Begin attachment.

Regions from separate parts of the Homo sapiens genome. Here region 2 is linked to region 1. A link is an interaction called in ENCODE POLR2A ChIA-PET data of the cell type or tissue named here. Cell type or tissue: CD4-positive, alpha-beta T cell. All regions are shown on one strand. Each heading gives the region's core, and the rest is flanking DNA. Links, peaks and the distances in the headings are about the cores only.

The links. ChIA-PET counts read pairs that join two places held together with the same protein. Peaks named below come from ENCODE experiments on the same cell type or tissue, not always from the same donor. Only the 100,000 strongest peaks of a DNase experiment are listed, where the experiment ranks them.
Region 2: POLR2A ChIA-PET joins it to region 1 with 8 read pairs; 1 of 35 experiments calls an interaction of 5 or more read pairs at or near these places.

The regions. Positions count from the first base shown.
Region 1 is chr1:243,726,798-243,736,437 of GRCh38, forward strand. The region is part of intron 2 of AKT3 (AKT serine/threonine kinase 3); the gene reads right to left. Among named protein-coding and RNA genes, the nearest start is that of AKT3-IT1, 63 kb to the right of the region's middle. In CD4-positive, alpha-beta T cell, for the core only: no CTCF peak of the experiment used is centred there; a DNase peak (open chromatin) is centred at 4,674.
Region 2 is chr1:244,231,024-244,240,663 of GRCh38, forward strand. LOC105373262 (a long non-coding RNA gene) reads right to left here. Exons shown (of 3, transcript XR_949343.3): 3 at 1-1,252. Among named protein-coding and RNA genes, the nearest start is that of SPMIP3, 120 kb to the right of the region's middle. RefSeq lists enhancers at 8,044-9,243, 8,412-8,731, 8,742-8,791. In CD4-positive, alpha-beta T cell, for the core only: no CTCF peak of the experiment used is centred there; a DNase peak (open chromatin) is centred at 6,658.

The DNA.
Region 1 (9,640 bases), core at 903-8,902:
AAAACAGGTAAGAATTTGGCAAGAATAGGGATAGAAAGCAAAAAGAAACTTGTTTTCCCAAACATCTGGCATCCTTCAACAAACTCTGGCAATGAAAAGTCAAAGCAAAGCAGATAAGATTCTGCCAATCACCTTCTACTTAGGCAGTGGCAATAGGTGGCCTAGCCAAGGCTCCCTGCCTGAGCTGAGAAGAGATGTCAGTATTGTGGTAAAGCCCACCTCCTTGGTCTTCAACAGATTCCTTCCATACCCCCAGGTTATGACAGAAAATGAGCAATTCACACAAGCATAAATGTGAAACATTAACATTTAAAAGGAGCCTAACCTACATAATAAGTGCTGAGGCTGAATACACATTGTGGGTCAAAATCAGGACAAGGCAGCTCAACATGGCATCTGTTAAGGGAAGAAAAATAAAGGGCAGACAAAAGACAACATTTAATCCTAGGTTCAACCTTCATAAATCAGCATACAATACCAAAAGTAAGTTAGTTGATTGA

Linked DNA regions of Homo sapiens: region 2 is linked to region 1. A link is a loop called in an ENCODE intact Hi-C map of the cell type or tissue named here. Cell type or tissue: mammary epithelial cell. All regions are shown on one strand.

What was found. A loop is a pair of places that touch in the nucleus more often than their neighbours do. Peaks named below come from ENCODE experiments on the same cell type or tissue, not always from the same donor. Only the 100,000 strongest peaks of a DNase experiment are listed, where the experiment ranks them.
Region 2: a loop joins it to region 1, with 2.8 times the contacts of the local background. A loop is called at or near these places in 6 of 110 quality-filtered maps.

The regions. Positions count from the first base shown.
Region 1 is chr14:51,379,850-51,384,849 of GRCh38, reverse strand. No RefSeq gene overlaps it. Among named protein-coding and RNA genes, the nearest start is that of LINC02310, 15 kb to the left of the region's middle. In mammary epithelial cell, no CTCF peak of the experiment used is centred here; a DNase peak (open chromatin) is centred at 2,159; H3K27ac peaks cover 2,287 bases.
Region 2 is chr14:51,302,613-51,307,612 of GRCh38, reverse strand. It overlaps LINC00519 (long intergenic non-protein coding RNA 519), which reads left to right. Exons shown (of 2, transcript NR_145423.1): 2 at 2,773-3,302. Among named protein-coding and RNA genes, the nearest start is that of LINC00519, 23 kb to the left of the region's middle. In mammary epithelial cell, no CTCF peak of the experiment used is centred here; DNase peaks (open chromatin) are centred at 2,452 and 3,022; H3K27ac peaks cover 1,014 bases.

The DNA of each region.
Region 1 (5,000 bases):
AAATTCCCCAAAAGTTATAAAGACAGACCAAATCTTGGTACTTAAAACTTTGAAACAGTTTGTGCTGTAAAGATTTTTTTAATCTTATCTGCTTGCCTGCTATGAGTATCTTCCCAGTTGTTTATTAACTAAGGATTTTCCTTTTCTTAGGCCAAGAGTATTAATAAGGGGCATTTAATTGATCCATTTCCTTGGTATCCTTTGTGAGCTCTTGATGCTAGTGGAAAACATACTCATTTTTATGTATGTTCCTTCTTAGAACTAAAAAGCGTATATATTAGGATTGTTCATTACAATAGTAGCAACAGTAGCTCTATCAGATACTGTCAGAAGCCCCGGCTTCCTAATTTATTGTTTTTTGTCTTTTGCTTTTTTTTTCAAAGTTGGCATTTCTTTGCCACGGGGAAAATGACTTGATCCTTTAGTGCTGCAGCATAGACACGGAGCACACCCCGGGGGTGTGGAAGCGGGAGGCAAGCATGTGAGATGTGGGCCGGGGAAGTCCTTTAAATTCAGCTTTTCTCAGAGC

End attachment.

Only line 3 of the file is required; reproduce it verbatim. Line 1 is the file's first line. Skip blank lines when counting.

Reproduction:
Region 2: POLR2A ChIA-PET joins it to region 1 with 8 read pairs; 1 of 35 experiments calls an interaction of 5 or more read pairs at or near these places.